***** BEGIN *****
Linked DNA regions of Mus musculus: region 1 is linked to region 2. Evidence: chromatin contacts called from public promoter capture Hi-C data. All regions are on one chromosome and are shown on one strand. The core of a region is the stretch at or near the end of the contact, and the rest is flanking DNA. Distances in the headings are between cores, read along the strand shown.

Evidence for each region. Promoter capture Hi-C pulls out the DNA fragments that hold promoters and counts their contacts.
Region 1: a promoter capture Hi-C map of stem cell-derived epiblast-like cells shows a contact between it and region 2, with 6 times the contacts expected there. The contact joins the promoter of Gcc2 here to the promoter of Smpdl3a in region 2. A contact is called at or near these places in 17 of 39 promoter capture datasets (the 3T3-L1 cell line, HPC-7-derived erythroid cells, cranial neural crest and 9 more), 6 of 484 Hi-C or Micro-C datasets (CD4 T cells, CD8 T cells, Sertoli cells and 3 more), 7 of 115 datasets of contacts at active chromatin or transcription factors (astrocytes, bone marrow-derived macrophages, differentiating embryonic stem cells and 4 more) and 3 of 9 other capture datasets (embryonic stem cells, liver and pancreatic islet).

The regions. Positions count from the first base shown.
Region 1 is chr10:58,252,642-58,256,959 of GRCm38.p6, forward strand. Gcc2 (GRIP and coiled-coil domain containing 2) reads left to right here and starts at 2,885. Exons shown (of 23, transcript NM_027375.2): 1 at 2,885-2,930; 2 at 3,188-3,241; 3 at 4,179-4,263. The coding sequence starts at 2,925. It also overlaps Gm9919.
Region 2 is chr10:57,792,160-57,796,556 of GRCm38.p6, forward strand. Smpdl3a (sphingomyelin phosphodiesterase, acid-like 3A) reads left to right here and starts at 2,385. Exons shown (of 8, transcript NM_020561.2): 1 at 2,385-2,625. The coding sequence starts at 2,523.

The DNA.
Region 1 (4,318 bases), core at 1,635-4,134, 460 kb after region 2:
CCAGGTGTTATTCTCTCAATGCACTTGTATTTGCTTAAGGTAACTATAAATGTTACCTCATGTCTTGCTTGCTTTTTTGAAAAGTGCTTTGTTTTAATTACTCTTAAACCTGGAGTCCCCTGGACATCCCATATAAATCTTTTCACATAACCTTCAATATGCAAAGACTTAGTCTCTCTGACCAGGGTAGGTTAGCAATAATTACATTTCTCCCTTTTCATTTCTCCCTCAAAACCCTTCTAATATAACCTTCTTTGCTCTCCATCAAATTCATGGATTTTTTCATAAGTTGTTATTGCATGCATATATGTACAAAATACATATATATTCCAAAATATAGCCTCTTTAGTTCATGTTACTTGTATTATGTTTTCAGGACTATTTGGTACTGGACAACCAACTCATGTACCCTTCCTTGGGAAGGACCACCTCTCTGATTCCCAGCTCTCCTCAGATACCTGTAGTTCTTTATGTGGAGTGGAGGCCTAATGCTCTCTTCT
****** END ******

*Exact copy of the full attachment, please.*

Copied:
Linked DNA regions of Mus musculus: region 1 is linked to region 2. Evidence: chromatin contacts called from public promoter capture Hi-C data. All regions are on one chromosome and are shown on one strand. The core of a region is the stretch at or near the end of the contact, and the rest is flanking DNA. Distances in the headings are between cores, read along the strand shown.

Evidence for each region. Promoter capture Hi-C pulls out the DNA fragments that hold promoters and counts their contacts.
Region 1: a promoter capture Hi-C map of stem cell-derived epiblast-like cells shows a contact between it and region 2, with 6 times the contacts expected there. The contact joins the promoter of Gcc2 here to the promoter of Smpdl3a in region 2. A contact is called at or near these places in 17 of 39 promoter capture datasets (the 3T3-L1 cell line, HPC-7-derived erythroid cells, cranial neural crest and 9 more), 6 of 484 Hi-C or Micro-C datasets (CD4 T cells, CD8 T cells, Sertoli cells and 3 more), 7 of 115 datasets of contacts at active chromatin or transcription factors (astrocytes, bone marrow-derived macrophages, differentiating embryonic stem cells and 4 more) and 3 of 9 other capture datasets (embryonic stem cells, liver and pancreatic islet).

The regions. Positions count from the first base shown.
Region 1 is chr10:58,252,642-58,256,959 of GRCm38.p6, forward strand. Gcc2 (GRIP and coiled-coil domain containing 2) reads left to right here and starts at 2,885. Exons shown (of 23, transcript NM_027375.2): 1 at 2,885-2,930; 2 at 3,188-3,241; 3 at 4,179-4,263. The coding sequence starts at 2,925. It also overlaps Gm9919.
Region 2 is chr10:57,792,160-57,796,556 of GRCm38.p6, forward strand. Smpdl3a (sphingomyelin phosphodiesterase, acid-like 3A) reads left to right here and starts at 2,385. Exons shown (of 8, transcript NM_020561.2): 1 at 2,385-2,625. The coding sequence starts at 2,523.

The DNA.
Region 1 (4,318 bases), core at 1,635-4,134, 460 kb after region 2:
CCAGGTGTTATTCTCTCAATGCACTTGTATTTGCTTAAGGTAACTATAAATGTTACCTCATGTCTTGCTTGCTTTTTTGAAAAGTGCTTTGTTTTAATTACTCTTAAACCTGGAGTCCCCTGGACATCCCATATAAATCTTTTCACATAACCTTCAATATGCAAAGACTTAGTCTCTCTGACCAGGGTAGGTTAGCAATAATTACATTTCTCCCTTTTCATTTCTCCCTCAAAACCCTTCTAATATAACCTTCTTTGCTCTCCATCAAATTCATGGATTTTTTCATAAGTTGTTATTGCATGCATATATGTACAAAATACATATATATTCCAAAATATAGCCTCTTTAGTTCATGTTACTTGTATTATGTTTTCAGGACTATTTGGTACTGGACAACCAACTCATGTACCCTTCCTTGGGAAGGACCACCTCTCTGATTCCCAGCTCTCCTCAGATACCTGTAGTTCTTTATGTGGAGTGGAGGCCTAATGCTCTCTTCT